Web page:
In 1876, a group of army engineers, teamsters, and civilian draftsmen was sent to conduct a topographic and scientific survey and explore the headwaters of the Red River. The same year, Charles Goodnight drove his cattle into the canyon and set up the JA, the first commercial ranch in the Panhandle. Other cattlemen followed, as did picnickers and campers, and, in 1933, the state of Texas purchased land in the upper canyon and established the Palo Duro Canyon State Scenic Park. Over time, the Civilian Conservation Corps made improvements and built a road to the floor of the canyon, under the direction of the National Park Service. Today the park covers more than 15,000 acres, and some half-million visitors come annually. The lower portion of the canyon remains private ranchland.
I had come to this jamboree upon the recommendation of Childress, who knows Jeeps. She and her family of four have owned 14 different Jeep vehicles and recently purchased Lola, a 2014 Grand Cherokee. We joined 203 participants from 17 states, driving 96 Jeep models. Some Jeepers were newcomers and many were Texans, along with others from nearby states who love this particular event. There was also a posse of comrades who follow the Jeep Jamborees throughout the country, just as Childress does.
Childress lives in Austin with her husband, Tres, and uses her family's Ford F-350 Super Duty Lariat to haul Rubi on a 28-foot flatbed trailer. While she waxes on about other JJUSA locations, she has a passion for the Palo Duro Jeep Jamboree. "They serve great Texas food on this event, incredible trail guides help out, but also it's a big part of Texas to be on the Christian Ranch -- I've heard about this ranch since I was a little girl," the native Texan explained, referring to the Christians' Figure 3 historic ranch that is the headquarters for the jamboree and provides home-cooked meals prepared in Dutch ovens and over open fires.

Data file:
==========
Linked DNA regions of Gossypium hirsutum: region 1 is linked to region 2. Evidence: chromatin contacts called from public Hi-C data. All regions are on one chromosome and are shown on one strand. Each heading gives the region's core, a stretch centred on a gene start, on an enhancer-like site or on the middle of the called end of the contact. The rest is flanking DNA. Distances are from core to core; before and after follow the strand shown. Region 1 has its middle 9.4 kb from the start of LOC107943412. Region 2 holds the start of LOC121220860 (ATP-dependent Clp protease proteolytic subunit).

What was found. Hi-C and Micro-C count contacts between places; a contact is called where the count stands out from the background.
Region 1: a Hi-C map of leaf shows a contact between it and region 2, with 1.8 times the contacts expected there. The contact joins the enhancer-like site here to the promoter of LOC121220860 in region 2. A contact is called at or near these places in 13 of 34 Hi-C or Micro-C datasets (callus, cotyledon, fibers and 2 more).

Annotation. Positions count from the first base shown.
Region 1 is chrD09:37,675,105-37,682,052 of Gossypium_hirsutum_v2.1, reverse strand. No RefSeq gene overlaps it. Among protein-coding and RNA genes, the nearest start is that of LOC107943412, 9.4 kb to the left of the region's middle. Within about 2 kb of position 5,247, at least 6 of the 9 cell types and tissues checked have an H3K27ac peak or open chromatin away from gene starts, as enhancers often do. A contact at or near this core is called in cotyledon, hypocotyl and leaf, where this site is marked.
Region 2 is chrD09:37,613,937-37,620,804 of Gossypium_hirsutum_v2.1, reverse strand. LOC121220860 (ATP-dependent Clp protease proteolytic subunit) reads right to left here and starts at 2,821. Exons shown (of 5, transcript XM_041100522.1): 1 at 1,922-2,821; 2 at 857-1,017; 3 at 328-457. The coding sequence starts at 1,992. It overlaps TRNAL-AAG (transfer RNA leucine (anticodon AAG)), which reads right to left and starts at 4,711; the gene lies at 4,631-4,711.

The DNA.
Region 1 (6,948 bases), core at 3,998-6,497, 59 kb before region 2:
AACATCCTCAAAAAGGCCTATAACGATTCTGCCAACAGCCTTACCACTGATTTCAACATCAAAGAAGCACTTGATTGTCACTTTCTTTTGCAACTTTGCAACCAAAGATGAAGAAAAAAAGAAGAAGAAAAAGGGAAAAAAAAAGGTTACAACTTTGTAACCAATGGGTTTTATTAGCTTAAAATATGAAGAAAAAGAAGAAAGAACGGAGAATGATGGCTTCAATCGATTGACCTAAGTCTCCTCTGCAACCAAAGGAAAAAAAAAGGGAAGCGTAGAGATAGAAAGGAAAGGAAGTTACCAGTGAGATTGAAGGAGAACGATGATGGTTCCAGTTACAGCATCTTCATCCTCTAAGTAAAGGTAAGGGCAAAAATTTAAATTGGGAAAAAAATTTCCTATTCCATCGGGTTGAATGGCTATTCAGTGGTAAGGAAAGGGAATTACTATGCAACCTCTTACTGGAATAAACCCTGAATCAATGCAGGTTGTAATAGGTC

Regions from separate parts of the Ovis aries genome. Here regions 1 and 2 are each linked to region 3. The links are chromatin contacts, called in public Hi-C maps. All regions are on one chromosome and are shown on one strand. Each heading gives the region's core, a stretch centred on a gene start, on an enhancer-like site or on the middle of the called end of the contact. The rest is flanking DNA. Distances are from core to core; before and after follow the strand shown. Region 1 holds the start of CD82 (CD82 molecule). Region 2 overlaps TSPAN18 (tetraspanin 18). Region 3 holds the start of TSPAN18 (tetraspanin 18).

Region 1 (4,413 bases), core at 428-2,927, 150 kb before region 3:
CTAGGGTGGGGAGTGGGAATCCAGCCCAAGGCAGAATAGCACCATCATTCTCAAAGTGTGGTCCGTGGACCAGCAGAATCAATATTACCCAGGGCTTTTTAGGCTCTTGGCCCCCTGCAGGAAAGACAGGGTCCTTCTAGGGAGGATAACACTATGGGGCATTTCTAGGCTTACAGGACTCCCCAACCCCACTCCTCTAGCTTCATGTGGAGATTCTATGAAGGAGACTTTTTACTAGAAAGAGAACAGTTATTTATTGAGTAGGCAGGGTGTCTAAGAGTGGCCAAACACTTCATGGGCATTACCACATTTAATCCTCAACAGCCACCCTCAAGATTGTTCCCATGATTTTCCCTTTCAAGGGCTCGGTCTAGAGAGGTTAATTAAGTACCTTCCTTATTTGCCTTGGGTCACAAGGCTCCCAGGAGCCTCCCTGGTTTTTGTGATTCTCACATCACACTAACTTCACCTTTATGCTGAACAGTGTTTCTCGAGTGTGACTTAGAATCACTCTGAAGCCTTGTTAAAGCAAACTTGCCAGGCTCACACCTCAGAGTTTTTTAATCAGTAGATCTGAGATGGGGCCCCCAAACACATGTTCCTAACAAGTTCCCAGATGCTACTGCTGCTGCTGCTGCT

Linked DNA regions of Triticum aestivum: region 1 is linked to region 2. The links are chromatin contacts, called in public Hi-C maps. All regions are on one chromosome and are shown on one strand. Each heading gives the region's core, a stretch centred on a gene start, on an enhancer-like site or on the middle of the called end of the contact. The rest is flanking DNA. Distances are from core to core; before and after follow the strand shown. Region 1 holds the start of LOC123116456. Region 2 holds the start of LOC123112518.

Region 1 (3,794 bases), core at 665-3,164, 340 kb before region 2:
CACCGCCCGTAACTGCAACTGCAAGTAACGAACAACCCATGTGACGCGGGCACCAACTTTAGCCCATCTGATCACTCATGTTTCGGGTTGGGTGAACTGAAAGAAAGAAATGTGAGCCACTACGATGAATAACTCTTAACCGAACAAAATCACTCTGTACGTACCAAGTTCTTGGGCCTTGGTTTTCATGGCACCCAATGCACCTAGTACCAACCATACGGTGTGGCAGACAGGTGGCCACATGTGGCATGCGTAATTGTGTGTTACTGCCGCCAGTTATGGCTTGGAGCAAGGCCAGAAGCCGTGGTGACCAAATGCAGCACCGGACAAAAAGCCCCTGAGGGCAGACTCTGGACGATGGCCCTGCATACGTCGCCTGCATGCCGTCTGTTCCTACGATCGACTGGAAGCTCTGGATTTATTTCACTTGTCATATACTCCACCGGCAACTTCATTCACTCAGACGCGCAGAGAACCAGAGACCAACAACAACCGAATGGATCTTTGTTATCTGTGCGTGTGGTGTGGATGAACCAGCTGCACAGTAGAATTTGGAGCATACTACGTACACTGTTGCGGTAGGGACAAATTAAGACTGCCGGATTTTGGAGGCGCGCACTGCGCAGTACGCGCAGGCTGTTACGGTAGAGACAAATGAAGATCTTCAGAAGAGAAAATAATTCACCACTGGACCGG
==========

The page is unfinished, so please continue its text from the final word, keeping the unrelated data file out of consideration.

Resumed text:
Childress, who packs a Smith & Wesson 357 named Daisy in her console (this is legal, and a Texas thing), attended her first Jeep Jamboree in 2002, as a participant and passenger. Two years later, she drove a Jeep over the Rubicon Trail, and the rest is history. A property manager by day, she now is a JJUSA Trip Leader and trail guide and will assist with eight Jeep Jamboree USA events in 2013.
JJUSA staffers say the Palo Duro Jeep Jamboree embodies all the best elements the Southwest has to offer. After an authentic cowboy breakfast on the edge of the canyon's nearly 1000-foot walls, you'll travel down red dirt tracks into a Grand Canyon-like gorge that has drawn many filmmakers to capture its pristine beauty and fascinating and varied topography. It's perfect for four-wheeling on sandstone, rocks, and boulders, with long, steep climbs that provide challenges and fun, as well as lots of opportunities to spectate.
After two days of Jeeping on a perfect mix of easy and challenging trails in the Palo Duro Canyon, we joined the now-bonded group of participants for a meal of Texas steak and homemade beans and biscuits, as we listened to a talk by Tom Christian, whose family came to this ranch by wagon team more than a century before.
While the vehicles are vastly different today, the views across the enchanted escarpment as the sun cast its last rays are the same majestic ones that captivated the Christian family in 1902 and thousands of pioneers before us.
The Palo Duro's multicolored ravines, caves, and coulees will beckon many future travelers. Hot or not, we say bring it on!